Secessionists Unwelcome


A science fiction story in Olympus Union by Gary Bloom

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The Speckled Trout was a pub frequented by the miners of Hanover. It wasn't the fanciest bar on Luna, but unlike many places on the moon, it was inexpensive. That was more than enough for the five men resting with a pint in the wee hours. Having completed a late shift in the mines, fresh air and a stool to sit on was enough.

Idle chatter prattled on about various sporting events. Spatial limitations had led to indoor lacrosse becoming the most frequent attraction on the moon. Each of Luna's cities had their own squad. The Hanover Hens had lost to the New Dresden Lynx in a close game earlier this evening. Complaints ranged from the lackadaisical midfielders to an overly passive coach.

Talk of sports eventually morphed into other talk. In short order, one of the men started complaining about the Olympus Union. He complained of corruption and unfair treatment, that he deserved so much more than he had.

"Those Jovian's had the right idea," he complained. "Freedom from the Union yoke, and a chance to get what we deserve! We could take this entire moon over, if we all got together. Never have to do a hard day's work again!"

"Hey, lazy ass, why don't you shut your hole?"

"Shut my hole?" Ruben Menke was outraged. "Why should I? If we were more like the Jovians, we'd be living it up! No more long days, no more aching muscles and dirt beneath the skin. No more pulling up ore for the taskmasters."

Having already issued his warning, the other man hauled off and slugged Menke. Catching the malcontent unaware, the grizzled veteran knocked Ruben right off his stool.

"We don't need any traitors around here!"

"That's enough Delmar," the bartender admonished. "We need the authorities causing me issues even less than we need traitors."

Delmar looked down at the man he'd upended. His fellow miner had legs splayed, arms akimbo. Ignoring the barkeep's words, he continued the assault. Putting his boot to the man's legs, others in the bar came to duplicate the actions. The other men were more halfhearted, randomly swiping toes at the prone man. More often than not, the other miners stumbled into Delmar's way.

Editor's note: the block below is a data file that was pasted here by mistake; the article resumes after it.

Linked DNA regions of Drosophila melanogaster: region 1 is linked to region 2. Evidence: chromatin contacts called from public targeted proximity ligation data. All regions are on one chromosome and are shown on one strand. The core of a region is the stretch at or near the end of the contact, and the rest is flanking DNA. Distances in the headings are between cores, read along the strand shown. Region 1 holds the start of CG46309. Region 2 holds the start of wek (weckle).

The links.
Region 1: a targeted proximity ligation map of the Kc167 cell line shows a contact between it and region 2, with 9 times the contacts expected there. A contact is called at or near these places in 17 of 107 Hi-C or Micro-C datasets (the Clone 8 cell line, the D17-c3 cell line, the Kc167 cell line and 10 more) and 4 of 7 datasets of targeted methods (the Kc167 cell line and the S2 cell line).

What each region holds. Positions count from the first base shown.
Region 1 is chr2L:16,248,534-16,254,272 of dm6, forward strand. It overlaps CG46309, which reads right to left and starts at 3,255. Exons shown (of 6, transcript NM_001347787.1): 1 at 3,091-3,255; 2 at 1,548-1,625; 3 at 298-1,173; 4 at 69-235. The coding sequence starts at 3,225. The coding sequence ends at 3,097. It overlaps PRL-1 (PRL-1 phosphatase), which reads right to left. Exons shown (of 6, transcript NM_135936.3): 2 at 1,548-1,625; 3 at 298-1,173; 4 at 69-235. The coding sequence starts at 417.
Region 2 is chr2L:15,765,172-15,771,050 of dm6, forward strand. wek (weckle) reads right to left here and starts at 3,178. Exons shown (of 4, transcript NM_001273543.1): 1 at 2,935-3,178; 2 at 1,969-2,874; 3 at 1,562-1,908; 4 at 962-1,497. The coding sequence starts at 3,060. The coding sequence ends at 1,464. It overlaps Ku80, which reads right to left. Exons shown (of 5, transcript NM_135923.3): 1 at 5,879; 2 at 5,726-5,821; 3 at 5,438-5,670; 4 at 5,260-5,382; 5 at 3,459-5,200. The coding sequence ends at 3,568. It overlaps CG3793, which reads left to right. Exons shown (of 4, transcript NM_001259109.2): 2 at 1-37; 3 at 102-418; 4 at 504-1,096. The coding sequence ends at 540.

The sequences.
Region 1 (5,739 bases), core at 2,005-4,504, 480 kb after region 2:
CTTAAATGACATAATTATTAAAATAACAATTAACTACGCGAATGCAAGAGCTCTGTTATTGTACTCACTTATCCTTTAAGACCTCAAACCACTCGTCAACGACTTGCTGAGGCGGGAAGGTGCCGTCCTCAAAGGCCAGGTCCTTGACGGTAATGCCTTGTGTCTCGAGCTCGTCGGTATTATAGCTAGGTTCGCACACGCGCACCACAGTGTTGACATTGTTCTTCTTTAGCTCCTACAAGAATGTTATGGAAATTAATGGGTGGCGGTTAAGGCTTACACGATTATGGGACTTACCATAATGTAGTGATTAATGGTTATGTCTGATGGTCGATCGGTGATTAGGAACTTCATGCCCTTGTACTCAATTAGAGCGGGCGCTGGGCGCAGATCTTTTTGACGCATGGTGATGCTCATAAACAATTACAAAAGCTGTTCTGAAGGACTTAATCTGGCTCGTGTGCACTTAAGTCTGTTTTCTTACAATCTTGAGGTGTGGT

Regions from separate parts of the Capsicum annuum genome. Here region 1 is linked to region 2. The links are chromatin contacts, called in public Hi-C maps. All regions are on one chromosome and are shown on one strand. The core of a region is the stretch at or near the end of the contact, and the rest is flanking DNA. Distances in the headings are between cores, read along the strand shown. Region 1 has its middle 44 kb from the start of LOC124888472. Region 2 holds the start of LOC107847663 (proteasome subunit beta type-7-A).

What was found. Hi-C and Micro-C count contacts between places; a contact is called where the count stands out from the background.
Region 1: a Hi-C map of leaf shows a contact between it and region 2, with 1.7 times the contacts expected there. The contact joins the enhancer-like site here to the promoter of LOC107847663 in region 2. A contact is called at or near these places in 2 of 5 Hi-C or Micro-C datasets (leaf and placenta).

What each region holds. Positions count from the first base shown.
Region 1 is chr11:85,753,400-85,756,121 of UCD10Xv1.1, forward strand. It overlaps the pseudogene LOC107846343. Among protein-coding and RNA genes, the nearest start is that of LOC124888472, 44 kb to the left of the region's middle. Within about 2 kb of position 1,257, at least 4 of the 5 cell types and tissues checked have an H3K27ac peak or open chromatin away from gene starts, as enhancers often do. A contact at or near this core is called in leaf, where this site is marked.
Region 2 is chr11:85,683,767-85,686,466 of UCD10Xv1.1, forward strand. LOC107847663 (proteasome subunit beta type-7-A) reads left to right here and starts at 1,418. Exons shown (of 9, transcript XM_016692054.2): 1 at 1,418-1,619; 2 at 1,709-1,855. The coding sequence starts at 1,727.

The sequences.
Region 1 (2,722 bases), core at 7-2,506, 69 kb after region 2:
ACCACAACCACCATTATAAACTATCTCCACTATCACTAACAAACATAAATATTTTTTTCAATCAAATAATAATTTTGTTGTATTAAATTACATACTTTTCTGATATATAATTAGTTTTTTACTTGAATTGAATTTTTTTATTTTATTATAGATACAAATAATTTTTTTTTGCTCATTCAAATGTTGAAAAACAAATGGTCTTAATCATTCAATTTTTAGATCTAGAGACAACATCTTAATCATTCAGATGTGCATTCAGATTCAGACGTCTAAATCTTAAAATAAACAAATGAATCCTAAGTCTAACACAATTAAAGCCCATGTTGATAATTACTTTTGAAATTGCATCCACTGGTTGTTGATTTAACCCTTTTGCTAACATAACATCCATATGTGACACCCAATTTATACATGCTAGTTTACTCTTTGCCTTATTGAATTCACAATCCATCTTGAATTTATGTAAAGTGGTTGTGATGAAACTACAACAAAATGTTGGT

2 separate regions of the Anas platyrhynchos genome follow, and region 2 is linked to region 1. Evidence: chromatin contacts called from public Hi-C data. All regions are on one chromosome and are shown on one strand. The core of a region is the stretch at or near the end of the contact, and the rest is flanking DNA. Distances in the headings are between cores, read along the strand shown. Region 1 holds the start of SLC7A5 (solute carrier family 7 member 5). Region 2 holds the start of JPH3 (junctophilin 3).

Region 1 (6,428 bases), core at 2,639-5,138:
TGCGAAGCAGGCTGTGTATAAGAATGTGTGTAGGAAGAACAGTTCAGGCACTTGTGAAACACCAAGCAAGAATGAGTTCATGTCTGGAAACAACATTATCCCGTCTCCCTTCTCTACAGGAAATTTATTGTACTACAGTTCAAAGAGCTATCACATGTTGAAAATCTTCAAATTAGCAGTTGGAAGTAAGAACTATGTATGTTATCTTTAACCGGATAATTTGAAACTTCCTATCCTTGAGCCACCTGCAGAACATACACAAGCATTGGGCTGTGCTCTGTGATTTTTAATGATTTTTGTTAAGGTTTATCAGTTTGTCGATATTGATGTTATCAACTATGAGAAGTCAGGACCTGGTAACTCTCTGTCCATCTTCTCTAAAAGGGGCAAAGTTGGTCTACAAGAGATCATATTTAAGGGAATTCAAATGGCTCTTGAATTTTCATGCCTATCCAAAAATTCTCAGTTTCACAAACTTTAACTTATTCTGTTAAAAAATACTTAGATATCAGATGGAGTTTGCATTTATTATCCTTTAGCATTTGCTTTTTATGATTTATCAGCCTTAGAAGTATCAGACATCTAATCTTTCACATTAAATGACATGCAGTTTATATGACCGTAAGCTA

Using the unintentional distraction to his advantage, Ruben scrambled out of the way. Dragging himself up the bar, rising on unsteady legs, he locked eyes on his opponent. Slipping a glass bottle from the bar top, he hid it behind his back; fighting through the scuffle of others, Delmar never saw it.

"The Olympus Union is nothing but a collection of tyrants and fat cats," Menke called out.

Infuriated, ever the patriot, Delmar shoved the other men out of the way. He stormed forward, prepared to finish what he'd started. Ruben, meanwhile, continued leaning on the bar with his right arm, the bottle clutched in his left.

"You bastard! My son is a pilot for the-"

Delmar's cry was cut short. Ruben was heartier than the others had realized; the wounded pose was a ruse. He'd whipped the bottle from behind his back, breaking it across the side of the patriot's head. Blood dripped as Delmar stumbled backwards.

"Your son is obviously a fool," Ruben laughed, dropping the remains of the bottle. "Supporting those tyrants is disgusting. He's enforcing his own father's slavery."

Ruben picked up a stool as he stalked closer to Delmar. The other men moved out of his way. Still staggered from the blow to the head, the patriot was unable to avoid the obvious. Ruben swung the stool from side to side with slight oscillation. It was just enough to discourage anyone else from having a change of heart. Stepping into his swing, he broke the chair over his opponent's back. Wood splinters flew everywhere.

"I'm no traitor. You people, you blind sheep, you're the traitors. The Jovians, those are the smart ones. Why, I'm thinking I might just start my own revolution right now! Who's with me?"

The crack of the gunshot was deafening inside the bar. Menke had a moment to look down at the hole in his chest before falling. Quietly, the bartender returned the rifle to its place under the bar.

"There will be no talk of revolution inside the Trout," he growled softly. "We're law abiding citizens in here. The Olympus Union has done right by us, and done right by you too. If you want to go to Jupiter, I'm happy to send you on your way."

Ignoring the dead body on the floor, he walked into the back to round up some cleaning implements. Unexpectedly sobered up, the men in the pub stared at the fallen dissident. Blood spurted from the wound onto the floor. When he returned, it was with a mop, broom and bucket.

"Police ought to be here soon. Let's have things a little tidied up for when they get here." He looked down at the other prone figure. It was still breathing. "Someone move Delmar into the corner, would you?"